Ahead of his first meeting with the 30-strong referees championship panels at Croke Park today, Seán Walsh says verbal intimidation hasn’t been raised by a single match official he has encountered since taking up the new post last month.
‘To threaten or to use abusive or provocative language or gestures to an opponent or team-mate’ merits a black card, according to the GAA rule-book and Walsh rejects claims referees are ignoring this section.
The Tipperary U21 football camp accused the Tyrone players of ‘verbals’ during last Saturday’s All-Ireland decider, manager Tommy Toomey expressing disappointment that not a single Red Hand footballer was carded for their off-the-ball behaviour.
“The rules are there to tidy it up. If they’re not working, well, what can you do?” said Toomey.
Without reacting specifically to Saturday’s game, Walsh stressed he would take very seriously incidences where referees have turned a blind eye to verbal intimidation.
“We would feel very disappointed if any of the rules were not being implemented. In relation to those comments, I don’t want a knee-jerk reaction just to one match,” said the former Kerry and Munster chairman.
“There are situations that come up at different times and they will be the debate of the week. The policing of provocative language is the debate of this week. We would, as a committee and a referees body, be very disappointed if it was going on and wasn’t policed. We would take that seriously. I definitely don’t believe referees to be ignoring it.
“Verbals or provocative language hasn’t been discussed in any of our discussions to date. We are meeting the full championship panels this weekend. I am not sure if it is going to come up, but at the moment it hasn’t come up as something [referees] are ignoring or they see as a big issue.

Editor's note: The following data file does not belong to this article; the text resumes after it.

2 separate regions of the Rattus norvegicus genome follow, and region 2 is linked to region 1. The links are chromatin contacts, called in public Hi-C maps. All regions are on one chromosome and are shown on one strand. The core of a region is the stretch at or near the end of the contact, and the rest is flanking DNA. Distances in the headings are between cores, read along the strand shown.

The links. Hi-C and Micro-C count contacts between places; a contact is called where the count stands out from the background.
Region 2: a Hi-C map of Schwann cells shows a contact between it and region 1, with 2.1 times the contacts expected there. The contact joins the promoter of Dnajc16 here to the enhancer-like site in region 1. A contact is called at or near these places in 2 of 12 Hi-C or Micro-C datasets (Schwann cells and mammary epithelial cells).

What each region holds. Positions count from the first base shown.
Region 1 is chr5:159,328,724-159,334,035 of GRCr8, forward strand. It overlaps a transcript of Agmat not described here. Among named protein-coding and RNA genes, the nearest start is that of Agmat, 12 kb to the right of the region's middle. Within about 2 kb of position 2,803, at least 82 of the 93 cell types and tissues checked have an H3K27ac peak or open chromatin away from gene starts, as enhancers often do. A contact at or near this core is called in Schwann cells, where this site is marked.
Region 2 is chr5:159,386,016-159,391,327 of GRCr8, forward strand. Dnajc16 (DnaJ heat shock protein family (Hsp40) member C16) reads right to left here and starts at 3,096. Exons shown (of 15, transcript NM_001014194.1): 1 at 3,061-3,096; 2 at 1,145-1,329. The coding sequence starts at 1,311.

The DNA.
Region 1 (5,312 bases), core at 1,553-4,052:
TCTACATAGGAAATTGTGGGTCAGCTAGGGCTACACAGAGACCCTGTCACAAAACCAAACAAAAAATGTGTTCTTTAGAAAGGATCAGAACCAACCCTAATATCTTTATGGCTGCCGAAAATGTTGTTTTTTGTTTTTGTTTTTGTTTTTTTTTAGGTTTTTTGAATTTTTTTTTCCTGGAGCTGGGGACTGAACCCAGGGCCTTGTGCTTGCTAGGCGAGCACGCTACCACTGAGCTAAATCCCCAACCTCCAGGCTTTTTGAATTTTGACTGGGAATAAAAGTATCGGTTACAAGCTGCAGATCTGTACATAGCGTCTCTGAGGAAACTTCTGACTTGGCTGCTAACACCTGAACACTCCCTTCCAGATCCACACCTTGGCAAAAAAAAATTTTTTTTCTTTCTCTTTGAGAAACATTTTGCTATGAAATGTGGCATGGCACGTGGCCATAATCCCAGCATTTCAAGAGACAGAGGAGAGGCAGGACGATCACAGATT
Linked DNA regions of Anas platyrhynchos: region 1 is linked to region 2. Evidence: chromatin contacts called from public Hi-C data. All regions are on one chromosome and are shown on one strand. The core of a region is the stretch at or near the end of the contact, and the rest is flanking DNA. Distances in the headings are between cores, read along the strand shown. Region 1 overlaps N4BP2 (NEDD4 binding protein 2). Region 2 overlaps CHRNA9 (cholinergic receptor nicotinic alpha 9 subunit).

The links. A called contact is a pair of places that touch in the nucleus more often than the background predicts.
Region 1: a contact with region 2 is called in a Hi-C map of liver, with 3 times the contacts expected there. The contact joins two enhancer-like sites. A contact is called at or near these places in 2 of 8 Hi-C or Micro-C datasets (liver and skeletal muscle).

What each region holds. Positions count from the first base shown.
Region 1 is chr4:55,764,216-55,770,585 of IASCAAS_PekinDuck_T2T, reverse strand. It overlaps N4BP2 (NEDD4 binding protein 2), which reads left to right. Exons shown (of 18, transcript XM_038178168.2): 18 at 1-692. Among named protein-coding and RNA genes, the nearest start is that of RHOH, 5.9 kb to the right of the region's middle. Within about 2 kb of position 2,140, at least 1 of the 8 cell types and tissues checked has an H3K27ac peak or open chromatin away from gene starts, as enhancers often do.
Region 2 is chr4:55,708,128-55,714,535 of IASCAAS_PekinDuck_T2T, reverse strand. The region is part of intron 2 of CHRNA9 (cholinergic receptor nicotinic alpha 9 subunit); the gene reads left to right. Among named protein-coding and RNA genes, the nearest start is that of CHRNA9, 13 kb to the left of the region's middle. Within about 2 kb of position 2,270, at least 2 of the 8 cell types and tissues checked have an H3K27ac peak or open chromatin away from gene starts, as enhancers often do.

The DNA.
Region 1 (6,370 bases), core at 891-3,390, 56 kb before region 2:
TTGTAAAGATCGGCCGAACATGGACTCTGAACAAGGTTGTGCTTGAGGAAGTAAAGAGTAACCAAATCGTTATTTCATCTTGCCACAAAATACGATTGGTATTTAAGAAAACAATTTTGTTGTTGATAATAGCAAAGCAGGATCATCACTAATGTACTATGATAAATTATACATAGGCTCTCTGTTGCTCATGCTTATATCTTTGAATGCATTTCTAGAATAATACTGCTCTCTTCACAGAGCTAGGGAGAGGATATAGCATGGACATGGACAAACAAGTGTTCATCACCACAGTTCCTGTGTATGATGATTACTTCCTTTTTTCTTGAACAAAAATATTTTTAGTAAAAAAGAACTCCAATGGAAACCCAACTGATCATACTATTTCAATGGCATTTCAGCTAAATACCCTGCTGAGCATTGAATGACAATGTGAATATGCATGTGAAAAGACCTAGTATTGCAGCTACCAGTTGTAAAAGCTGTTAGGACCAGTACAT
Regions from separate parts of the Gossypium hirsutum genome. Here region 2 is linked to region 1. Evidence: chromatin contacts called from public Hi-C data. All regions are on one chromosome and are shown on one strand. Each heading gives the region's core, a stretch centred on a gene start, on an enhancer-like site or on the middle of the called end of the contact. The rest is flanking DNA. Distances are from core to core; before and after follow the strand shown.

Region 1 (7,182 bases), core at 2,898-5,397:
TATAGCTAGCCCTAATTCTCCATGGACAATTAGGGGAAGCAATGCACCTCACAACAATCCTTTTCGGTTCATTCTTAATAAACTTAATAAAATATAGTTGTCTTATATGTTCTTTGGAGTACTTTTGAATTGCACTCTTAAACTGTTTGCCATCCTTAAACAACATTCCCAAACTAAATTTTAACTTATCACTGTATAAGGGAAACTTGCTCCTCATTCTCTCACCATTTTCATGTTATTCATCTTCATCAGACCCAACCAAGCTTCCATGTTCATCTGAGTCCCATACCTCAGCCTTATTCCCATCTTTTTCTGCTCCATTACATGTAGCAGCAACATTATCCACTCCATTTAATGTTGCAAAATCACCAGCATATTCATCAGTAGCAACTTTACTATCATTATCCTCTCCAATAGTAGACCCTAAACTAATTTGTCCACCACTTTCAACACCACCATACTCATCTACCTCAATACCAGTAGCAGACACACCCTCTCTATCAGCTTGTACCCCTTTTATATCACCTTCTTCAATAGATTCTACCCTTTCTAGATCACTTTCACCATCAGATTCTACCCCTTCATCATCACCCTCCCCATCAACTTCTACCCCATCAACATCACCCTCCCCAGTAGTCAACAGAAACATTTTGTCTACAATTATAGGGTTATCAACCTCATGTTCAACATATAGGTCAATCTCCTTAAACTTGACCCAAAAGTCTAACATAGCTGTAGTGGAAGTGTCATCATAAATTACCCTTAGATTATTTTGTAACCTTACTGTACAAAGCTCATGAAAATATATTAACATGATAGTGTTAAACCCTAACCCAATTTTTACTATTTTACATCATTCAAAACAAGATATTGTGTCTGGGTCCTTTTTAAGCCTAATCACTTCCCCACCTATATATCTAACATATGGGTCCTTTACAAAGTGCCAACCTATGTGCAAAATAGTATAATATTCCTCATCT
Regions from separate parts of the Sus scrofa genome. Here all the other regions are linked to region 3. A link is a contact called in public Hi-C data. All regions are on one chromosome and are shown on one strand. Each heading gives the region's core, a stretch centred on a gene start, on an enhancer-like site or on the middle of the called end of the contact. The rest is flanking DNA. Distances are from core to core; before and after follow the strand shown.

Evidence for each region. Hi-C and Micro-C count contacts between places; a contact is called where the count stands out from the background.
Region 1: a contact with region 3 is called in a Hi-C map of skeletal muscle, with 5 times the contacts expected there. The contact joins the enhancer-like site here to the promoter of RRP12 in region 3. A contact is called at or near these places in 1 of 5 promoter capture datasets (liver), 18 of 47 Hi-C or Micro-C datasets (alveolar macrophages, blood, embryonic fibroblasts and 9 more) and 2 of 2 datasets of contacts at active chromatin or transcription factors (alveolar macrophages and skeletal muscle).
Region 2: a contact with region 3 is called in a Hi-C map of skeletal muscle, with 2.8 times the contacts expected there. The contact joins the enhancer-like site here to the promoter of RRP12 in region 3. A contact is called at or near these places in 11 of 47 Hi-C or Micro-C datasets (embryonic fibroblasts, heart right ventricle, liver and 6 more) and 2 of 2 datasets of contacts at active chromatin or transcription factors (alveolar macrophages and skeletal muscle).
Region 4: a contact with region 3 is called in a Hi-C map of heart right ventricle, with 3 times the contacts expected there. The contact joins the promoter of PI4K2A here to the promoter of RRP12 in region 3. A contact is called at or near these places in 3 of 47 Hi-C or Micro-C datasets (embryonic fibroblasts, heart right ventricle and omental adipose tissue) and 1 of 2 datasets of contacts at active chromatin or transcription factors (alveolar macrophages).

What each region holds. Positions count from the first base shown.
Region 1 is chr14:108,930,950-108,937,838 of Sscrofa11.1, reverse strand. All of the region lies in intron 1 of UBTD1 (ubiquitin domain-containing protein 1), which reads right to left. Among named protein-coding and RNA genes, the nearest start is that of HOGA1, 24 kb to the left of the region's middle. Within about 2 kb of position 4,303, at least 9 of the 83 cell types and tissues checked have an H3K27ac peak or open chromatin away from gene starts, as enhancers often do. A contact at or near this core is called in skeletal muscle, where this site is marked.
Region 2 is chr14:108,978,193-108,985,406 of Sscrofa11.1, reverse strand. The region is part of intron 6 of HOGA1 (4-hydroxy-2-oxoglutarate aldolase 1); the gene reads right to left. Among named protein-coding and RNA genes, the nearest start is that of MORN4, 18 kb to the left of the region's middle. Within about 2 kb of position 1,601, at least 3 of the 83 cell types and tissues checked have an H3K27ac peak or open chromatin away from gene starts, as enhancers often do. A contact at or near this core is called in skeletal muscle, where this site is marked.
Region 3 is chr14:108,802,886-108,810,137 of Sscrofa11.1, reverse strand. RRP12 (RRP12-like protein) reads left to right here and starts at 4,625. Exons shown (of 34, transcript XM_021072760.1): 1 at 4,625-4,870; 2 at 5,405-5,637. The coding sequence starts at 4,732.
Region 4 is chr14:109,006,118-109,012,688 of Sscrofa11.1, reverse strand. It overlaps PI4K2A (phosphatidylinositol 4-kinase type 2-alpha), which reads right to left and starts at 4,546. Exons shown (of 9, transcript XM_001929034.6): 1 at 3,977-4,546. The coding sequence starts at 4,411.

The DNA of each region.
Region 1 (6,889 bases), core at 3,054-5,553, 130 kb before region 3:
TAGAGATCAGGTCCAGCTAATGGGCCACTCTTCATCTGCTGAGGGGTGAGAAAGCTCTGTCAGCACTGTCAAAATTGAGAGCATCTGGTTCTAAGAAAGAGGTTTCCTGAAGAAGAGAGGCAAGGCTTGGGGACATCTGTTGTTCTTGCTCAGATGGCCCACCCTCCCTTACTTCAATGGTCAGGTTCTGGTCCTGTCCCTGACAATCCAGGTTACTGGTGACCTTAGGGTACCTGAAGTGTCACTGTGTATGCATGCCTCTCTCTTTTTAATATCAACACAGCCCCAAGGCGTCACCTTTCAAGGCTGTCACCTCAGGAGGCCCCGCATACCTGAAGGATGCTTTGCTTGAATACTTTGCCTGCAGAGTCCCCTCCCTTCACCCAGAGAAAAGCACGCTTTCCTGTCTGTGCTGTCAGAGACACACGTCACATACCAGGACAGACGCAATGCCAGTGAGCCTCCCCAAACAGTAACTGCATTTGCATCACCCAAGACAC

“We have met the president and the Ard Stiúrthóir. It wasn’t raised then, either.”
Walsh continued: “The rule was brought in because it was felt there was a need for it. If there is provocative language taking place during a match, referees are duty bound to referee accordingly and give a black card to the player in question. We won’t be taking lightly the situations we know that have happened and have been ignored, especially if we are presented with proof it has been ignored.”
Walsh believes linesman and umpires can do more in eradicating incidences of verbal intimidation.
“We have probably more people at our matches officiating by comparison with any other sport. They are all duty bound to help the referee. Anything happening contrary to the rule-book and away from the referee’s attention, they are duty bound to alert the referee.”
Meanwhile, Leinster officials insist Galway’s non-attendance at Wednesday’s Leinster GAA launch was not linked to last November’s Leinster Council decision to vote down the westerners’ bid for full integration into the province.
There was no Galway player or management personnel present at Farmleigh House and speculation was rife the Tribes had snubbed the event.
But Leinster PRO Pat Teehan explained: “The invitation went out to John Hynes, secretary of the Galway County Board. John was in New York at the time, with the Galway footballers.
“Anthony Cunningham said he would attend even though he got late notice. He rang on Wednesday morning to say he couldn’t go.
“There was no question of a snub or anything like that, it had nothing to do with what happened last year.”
Teehan continued: “Antrim were also invited, but I don’t think they have ever attended.
“The distance, I believe, is the main factor there. Most of their players are up around Ballycastle. It is a long way to travel down.”